- Have you specified in the Subject Line of your email the vacancy/reference number of the job for which you are applying?
- Does the email covering letter state why you are a good candidate?
- Is the covering letter written formally, using full sentences with bullet points to reinforce key selling points?
- Have you addressed the individual by name, if known, in the covering letter?
- Have you labelled your CV attachment with your name?
- Have you created an email address just for job-searching?
- Have you included your telephone number in the main body of your email to make it easy for people to contact you?
Corinne Mills is Managing Director of Personal Career Management , an outplacement and career coaching company.
Corinne Mills is Managing Director of Personal Career Management , an outplacement and career coaching company who are the official Career Management partners for Guardian Jobs.
Elia is a Guardian Jobs reader. Hear her personal career story and find out how her Personal Career Management coaching programme helped land her ideal job at Google! Watch the video .
If you’re considering a career change, exploring your options or need effective job search support, Guardian Jobs recommends Personal Career Management , who offer Guardian Jobs readers a free career review to find out how career coaching can help you. To book: call Personal Career Management on 01753 888 995 or fill in the contact form .
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How to Format an Email Cover Letter
Introducing Yourself to the Hiring Manager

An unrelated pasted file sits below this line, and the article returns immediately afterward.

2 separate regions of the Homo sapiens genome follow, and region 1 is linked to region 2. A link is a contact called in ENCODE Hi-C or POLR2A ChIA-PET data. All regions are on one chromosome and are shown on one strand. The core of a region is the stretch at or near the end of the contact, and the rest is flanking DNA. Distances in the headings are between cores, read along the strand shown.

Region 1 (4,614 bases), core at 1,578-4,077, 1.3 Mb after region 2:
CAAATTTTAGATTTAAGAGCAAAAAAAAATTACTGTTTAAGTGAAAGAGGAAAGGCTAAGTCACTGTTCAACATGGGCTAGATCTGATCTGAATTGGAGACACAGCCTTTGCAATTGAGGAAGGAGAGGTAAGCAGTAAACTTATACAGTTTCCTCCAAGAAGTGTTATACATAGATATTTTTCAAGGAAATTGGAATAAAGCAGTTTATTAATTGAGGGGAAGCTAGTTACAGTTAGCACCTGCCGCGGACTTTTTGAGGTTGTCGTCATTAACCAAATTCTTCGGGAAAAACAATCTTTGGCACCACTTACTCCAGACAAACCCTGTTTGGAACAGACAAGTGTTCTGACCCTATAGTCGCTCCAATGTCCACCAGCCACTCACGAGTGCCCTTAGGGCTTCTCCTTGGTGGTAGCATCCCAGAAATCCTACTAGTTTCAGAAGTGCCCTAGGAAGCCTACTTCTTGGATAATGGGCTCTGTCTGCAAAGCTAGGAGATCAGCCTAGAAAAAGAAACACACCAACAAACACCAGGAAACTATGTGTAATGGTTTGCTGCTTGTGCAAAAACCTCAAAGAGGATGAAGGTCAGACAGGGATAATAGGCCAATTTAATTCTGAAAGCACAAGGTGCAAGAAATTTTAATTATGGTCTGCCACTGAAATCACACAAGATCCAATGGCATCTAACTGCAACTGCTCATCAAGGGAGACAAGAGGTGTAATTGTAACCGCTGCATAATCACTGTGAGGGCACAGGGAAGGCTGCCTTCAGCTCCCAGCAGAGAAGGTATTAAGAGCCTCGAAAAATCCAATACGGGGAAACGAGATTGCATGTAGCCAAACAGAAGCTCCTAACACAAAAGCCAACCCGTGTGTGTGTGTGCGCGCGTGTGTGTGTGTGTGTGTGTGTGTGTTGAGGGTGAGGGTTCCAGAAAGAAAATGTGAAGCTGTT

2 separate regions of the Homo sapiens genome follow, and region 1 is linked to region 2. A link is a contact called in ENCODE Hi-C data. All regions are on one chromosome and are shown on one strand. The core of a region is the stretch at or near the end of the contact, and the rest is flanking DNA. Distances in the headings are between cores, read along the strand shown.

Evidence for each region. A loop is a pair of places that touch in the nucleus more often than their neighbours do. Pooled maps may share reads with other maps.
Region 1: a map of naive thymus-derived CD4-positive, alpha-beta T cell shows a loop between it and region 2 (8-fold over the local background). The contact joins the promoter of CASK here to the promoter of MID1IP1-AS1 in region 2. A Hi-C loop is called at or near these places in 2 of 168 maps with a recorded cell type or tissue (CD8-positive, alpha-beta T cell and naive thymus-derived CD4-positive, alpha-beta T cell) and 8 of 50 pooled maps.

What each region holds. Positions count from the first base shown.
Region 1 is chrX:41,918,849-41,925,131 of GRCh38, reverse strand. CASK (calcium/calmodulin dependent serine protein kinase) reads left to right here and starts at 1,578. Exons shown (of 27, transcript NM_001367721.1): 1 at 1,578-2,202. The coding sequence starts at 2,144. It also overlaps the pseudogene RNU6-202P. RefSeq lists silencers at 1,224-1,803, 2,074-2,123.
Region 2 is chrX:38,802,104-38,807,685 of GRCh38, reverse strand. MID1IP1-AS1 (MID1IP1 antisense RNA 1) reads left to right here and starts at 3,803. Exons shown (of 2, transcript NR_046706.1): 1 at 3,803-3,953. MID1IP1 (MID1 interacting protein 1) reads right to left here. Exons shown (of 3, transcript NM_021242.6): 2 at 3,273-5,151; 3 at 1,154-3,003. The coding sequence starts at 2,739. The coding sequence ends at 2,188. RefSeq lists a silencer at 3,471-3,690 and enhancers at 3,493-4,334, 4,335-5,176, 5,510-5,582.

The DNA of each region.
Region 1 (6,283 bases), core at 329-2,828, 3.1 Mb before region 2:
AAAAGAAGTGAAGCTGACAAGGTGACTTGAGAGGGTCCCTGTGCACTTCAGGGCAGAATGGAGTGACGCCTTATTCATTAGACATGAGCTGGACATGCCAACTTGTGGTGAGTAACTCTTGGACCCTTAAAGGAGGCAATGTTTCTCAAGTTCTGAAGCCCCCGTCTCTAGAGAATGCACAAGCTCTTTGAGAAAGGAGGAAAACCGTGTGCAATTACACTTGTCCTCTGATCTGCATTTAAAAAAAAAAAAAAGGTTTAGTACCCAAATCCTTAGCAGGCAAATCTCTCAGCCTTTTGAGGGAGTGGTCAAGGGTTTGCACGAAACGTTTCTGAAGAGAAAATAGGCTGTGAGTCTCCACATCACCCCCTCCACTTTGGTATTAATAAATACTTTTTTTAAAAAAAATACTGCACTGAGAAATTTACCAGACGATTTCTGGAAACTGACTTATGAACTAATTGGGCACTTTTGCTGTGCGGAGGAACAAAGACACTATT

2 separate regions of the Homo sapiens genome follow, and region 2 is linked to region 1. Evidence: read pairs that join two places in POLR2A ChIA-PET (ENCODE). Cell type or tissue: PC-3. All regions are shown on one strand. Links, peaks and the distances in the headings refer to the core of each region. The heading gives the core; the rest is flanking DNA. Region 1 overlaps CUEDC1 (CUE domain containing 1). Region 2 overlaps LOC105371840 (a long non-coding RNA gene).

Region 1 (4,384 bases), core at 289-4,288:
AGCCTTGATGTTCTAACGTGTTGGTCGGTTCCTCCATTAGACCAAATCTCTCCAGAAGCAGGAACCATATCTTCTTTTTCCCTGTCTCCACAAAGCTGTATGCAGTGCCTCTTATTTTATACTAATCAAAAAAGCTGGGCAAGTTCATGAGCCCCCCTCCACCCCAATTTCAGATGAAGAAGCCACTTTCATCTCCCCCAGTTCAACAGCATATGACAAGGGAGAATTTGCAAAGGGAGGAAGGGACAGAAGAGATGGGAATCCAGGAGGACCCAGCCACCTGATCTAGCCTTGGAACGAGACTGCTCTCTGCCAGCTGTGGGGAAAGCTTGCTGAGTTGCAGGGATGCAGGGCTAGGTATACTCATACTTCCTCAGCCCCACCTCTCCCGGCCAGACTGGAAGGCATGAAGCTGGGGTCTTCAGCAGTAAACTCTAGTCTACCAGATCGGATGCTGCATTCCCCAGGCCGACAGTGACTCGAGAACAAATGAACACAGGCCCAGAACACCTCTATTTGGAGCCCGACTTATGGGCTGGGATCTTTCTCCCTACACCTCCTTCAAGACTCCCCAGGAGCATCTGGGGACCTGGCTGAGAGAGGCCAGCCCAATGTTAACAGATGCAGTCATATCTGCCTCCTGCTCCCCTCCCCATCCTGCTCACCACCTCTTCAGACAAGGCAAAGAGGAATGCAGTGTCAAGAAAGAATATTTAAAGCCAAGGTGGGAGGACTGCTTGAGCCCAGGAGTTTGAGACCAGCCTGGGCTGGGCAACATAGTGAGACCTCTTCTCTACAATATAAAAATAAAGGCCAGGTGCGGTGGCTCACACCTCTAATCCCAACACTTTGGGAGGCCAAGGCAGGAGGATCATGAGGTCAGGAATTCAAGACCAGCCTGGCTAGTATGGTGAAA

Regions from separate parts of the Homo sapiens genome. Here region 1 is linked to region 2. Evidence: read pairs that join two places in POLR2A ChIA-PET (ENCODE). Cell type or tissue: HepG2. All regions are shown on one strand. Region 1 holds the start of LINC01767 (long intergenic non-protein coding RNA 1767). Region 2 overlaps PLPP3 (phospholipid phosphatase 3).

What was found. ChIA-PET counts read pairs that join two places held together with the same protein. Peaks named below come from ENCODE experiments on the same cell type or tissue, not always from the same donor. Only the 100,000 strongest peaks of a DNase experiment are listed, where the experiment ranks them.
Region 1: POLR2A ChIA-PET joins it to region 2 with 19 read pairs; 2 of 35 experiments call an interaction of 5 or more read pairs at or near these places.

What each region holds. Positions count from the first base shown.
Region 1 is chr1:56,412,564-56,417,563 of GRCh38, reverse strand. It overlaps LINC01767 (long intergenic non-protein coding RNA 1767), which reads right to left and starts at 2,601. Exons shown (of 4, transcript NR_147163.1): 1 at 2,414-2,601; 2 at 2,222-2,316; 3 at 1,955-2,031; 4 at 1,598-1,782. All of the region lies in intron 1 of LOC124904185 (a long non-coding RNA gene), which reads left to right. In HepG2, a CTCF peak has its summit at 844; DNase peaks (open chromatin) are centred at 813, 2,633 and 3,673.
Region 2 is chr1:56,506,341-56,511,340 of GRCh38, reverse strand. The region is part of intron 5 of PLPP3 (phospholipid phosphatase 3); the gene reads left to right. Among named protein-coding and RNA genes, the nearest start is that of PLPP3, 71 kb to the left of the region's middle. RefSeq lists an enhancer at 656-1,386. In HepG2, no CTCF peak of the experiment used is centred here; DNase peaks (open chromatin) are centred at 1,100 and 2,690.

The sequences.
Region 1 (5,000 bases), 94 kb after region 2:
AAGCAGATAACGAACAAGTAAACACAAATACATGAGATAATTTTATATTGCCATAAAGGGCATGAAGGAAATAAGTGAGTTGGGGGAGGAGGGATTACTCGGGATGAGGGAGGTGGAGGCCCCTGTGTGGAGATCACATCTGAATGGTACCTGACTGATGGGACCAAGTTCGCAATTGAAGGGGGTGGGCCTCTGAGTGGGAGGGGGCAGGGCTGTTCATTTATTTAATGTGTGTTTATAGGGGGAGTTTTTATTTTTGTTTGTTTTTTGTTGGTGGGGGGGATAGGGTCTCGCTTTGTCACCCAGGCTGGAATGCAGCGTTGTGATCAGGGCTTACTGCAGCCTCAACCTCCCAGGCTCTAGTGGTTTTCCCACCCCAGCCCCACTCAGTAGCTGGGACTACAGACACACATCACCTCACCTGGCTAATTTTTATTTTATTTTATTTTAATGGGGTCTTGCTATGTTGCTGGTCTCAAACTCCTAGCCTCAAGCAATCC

Writing the Cover Letter
Email cover letter example, completing your application, frequently asked questions.
Here are some formatting tips if you're sending a cover letter in the body of the email. You'll most likely need to attach your resume, but the email cover letter is the first thing the hiring manager or recruiter will see.
- Be clear about the job you're interested in
- Give examples of your work when you can
- Follow any instructions provided when sending in your application
The following email cover letter format shows how to put together a document containing the information necessary to get the hiring manager’s attention. Use the email cover letter format as a guideline to create personalized email cover letters to send to employers.
Be sure to list the job you are applying for in the subject line of your email message , so the employer is clear as to what job you are interested in. For example, your subject line might be "Marketing Coordinator - Bob Martins." This also helps to keep all your information handy for the hiring manager, and easily identified.
Dear Mr./Ms. Lastname or Dear Hiring Manager (only if you don't have a contact person) . Follow the person's name with a comma or colon. Then, skip a line.